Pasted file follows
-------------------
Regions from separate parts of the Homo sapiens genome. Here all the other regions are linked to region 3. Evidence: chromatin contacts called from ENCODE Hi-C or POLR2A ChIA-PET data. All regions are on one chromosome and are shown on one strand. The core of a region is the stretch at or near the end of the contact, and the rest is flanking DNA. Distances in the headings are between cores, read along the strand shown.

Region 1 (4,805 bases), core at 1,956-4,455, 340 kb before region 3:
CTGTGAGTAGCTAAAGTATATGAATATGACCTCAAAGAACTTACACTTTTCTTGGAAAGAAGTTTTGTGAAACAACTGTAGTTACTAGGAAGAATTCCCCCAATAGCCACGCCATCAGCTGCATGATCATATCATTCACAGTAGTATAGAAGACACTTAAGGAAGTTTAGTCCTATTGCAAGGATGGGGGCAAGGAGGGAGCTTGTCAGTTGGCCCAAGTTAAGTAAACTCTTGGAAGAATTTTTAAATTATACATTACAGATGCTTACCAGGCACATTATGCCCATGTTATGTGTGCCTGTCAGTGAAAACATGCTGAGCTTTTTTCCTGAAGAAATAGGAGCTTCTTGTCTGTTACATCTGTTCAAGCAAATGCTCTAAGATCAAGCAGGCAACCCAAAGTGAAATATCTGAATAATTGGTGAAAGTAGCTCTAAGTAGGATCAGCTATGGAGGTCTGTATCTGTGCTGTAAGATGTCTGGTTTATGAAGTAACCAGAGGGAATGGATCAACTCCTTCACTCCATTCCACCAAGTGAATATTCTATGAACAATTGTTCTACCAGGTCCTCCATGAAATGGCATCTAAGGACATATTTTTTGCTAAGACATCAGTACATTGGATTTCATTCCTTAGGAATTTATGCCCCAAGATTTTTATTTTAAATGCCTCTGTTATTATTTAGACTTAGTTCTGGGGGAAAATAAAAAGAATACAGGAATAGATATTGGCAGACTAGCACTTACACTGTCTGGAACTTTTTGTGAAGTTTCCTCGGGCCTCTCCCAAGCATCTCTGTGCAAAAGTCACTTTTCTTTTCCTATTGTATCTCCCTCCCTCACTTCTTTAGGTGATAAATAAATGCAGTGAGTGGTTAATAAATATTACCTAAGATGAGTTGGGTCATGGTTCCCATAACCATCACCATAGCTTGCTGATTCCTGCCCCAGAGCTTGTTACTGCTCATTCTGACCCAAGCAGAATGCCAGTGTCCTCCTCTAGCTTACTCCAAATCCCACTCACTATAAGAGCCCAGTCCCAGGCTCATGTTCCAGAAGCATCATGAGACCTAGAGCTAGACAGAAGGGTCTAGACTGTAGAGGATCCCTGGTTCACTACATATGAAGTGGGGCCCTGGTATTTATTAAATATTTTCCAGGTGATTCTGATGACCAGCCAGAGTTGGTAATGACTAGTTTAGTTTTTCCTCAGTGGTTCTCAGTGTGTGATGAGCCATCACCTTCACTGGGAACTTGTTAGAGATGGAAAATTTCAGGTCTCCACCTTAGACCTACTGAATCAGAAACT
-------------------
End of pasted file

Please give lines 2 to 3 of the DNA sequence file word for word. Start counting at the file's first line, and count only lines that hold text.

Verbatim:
Region 1 (4,805 bases), core at 1,956-4,455, 340 kb before region 3:
CTGTGAGTAGCTAAAGTATATGAATATGACCTCAAAGAACTTACACTTTTCTTGGAAAGAAGTTTTGTGAAACAACTGTAGTTACTAGGAAGAATTCCCCCAATAGCCACGCCATCAGCTGCATGATCATATCATTCACAGTAGTATAGAAGACACTTAAGGAAGTTTAGTCCTATTGCAAGGATGGGGGCAAGGAGGGAGCTTGTCAGTTGGCCCAAGTTAAGTAAACTCTTGGAAGAATTTTTAAATTATACATTACAGATGCTTACCAGGCACATTATGCCCATGTTATGTGTGCCTGTCAGTGAAAACATGCTGAGCTTTTTTCCTGAAGAAATAGGAGCTTCTTGTCTGTTACATCTGTTCAAGCAAATGCTCTAAGATCAAGCAGGCAACCCAAAGTGAAATATCTGAATAATTGGTGAAAGTAGCTCTAAGTAGGATCAGCTATGGAGGTCTGTATCTGTGCTGTAAGATGTCTGGTTTATGAAGTAACCAGAGGGAATGGATCAACTCCTTCACTCCATTCCACCAAGTGAATATTCTATGAACAATTGTTCTACCAGGTCCTCCATGAAATGGCATCTAAGGACATATTTTTTGCTAAGACATCAGTACATTGGATTTCATTCCTTAGGAATTTATGCCCCAAGATTTTTATTTTAAATGCCTCTGTTATTATTTAGACTTAGTTCTGGGGGAAAATAAAAAGAATACAGGAATAGATATTGGCAGACTAGCACTTACACTGTCTGGAACTTTTTGTGAAGTTTCCTCGGGCCTCTCCCAAGCATCTCTGTGCAAAAGTCACTTTTCTTTTCCTATTGTATCTCCCTCCCTCACTTCTTTAGGTGATAAATAAATGCAGTGAGTGGTTAATAAATATTACCTAAGATGAGTTGGGTCATGGTTCCCATAACCATCACCATAGCTTGCTGATTCCTGCCCCAGAGCTTGTTACTGCTCATTCTGACCCAAGCAGAATGCCAGTGTCCTCCTCTAGCTTACTCCAAATCCCACTCACTATAAGAGCCCAGTCCCAGGCTCATGTTCCAGAAGCATCATGAGACCTAGAGCTAGACAGAAGGGTCTAGACTGTAGAGGATCCCTGGTTCACTACATATGAAGTGGGGCCCTGGTATTTATTAAATATTTTCCAGGTGATTCTGATGACCAGCCAGAGTTGGTAATGACTAGTTTAGTTTTTCCTCAGTGGTTCTCAGTGTGTGATGAGCCATCACCTTCACTGGGAACTTGTTAGAGATGGAAAATTTCAGGTCTCCACCTTAGACCTACTGAATCAGAAACT